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A 10-month old baby girl was observed to exhibit aggressive behavior towards people around her. To get what she likes, she would forcibly stomp her feet in successive manner to emphasize her communication until the object of desire was given to her…
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Intelligence: More than Genes or Exposure
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Intelligence: More than Genes or Exposure A 10-month old baby girl was observed to exhibit aggressive behavior towards people around her. To get what she likes, she would forcibly stomp her feet in successive manner to emphasize her communication until the object of desire was given to her. Such aggressive behavior was also observed with her cousin who lives in a nearby town. There was no means by which the behavior was acquired by imitation since they grew separately in different rearing environment. When referred to a pediatrician, she wondered whether heredity has more to be credited with the manifestation of such behavior than the environment the child has been exposed to.
Heredity has long been credited with the transfer of traits specifically physical attributes and even abstract concepts such as personality, aggression, sexual orientation and intelligence. On the other hand, researches claim the influence of conditioning to exhibit desired traits even the abstract ones among individuals. Nature endows man with inborn abilities and traits; nurture takes these genetic tendencies and molds them as men learn and mature. In the given case of the 10-month old baby girl, as observed genetics is more influential than environment.
Environment influences behavior even in the early stages of human development (Feldman, 2000). Some scientists feel that the other factor that influences a child's behavior is the unique environment that children create for themselves (McEluwe, 2003). Studies however have consistently shown that as much as 50 percent of all temperamental and behavioral tendencies are determined by genetics (Glass, 1999). These traits include extroversion, agreeableness, neuroticism, conscientiousness and openness to experience. "Researchers have found that when children display the same characteristics in a variety of settings, it is usually because of genetic influences. A child who has inherited a predisposition to be aggressive or conscientious will display these traits both at home and at school" (Harris, 2007).
Aggression and sexual behavior are influenced by testosterone, and testosterone is synthesized by enzymes, which are proteins encoded by deoxyribonucleic acid (DNA). Thus one can see how genes would influence these behaviors. All behavior, furthermore, depends on chemical signals (neurotransmitters) that are released by one neuron and bind to receptors on the next neuron. Neurotransmitters, too, are synthesized by enzymes encoded by DNA, and their receptors are proteins as well. Neurotransmitter levels control mood and probably aspects of personality (Saladin & Lewis, 2007).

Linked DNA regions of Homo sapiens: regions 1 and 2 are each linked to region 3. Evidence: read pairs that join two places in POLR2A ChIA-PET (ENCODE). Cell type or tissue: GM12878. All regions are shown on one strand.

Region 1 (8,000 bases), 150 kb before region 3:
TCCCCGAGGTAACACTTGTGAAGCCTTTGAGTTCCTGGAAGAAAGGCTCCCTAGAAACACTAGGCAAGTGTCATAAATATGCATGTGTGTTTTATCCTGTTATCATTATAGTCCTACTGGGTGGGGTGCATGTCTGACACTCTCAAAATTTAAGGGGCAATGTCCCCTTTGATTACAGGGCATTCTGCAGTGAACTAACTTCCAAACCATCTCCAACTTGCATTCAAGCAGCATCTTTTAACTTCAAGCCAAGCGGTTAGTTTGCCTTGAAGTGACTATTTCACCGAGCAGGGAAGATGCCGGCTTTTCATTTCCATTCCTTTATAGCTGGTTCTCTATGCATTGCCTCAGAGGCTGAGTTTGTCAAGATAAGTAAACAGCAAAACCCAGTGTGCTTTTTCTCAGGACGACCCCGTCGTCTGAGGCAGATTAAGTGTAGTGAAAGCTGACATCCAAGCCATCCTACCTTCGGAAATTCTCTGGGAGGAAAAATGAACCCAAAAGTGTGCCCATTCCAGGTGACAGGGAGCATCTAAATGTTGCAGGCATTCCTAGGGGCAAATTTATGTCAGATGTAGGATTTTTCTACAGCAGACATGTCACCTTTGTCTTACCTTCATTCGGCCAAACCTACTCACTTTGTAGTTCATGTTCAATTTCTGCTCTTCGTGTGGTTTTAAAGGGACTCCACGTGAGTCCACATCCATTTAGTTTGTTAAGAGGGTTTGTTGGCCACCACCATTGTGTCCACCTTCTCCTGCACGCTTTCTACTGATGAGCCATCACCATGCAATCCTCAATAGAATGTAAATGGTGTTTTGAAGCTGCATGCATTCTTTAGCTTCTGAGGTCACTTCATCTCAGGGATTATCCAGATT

Numerous experiments have demonstrated a link between behavior and the activity of dopamine receptors in response to an aggressive event. They found that an "individual will intentionally seek out an aggressive encounter solely because they experience a rewarding sensation from it," and "this shows for the first time that aggression, on its own, is motivating, and that the well-known positive reinforcer dopamine plays a critical role." Moran (2008). The aggressive stomping is more likely done by the child as influenced by her genetic makeup to get the desired reward. To prove further the genetic basis of aggressive behavior, "scientists have identified a gene that may increase the risk for impulsivity and violence, particularly in men" (Carey, 2006). The gene which produces monoamine oxidase A (MAO-A)--a substance that previous studies have associated with impulsive violence has two versions -- MAOA-L, which produces low levels of MAO-A, and the high level version, MAOA-H. This identification of these gene variants further deepens and widens the argument whether nature or nurture is to blame for disagreeable behavior. With the number of researches and studies on the factors influencing aggression, genetic influence proves that nature is a heavy factor of human behavior.
References

Carey, B. (2006). Genetic Basis for Increased Risk of Impulsive Violence. LiveScience. Posted:
20 March 2006. Retrieved from http://www.livescience.com/health/060320_genetic_aggression.html on April 16, 2008.
Feldmen, R. (2000). Essentials of Understanding Psychology (4th ed.). Amherst, MA: University of Massachusetts.
Glass, J. (1999, December). Nature vs. Nurture. Parenting, 13, 156.
Harris, J.R. (2007). Why home doesn't matter. Prospect Magazine. Issue 134, May 2007.
Retrieved from http://www.prospect-magazine.co.uk/article_details.phpid=9275 on April 16, 2007.
McEluwe, C. (2003, December 30). Nature-Nurture debate; Slate asserts personality decided by inherited traits. The Charleston Gazette. pp. 5A.
Moran, Melanie (2008). Dopamine Involved In Aggression. Medical News Today. 15 Jan 2008. MediLexicon International Ltd.Retrieved: http://www.medicalnewstoday.com/articles/94023.php on April 16, 2008
Saladin, K. and Ricki Lewis, R. (2007). Genetic Basis of Behavior. Retrieved from
http://www.biologyreference.com/Ar-Bi/Behavior-Genetic-Basis-of.html Read More
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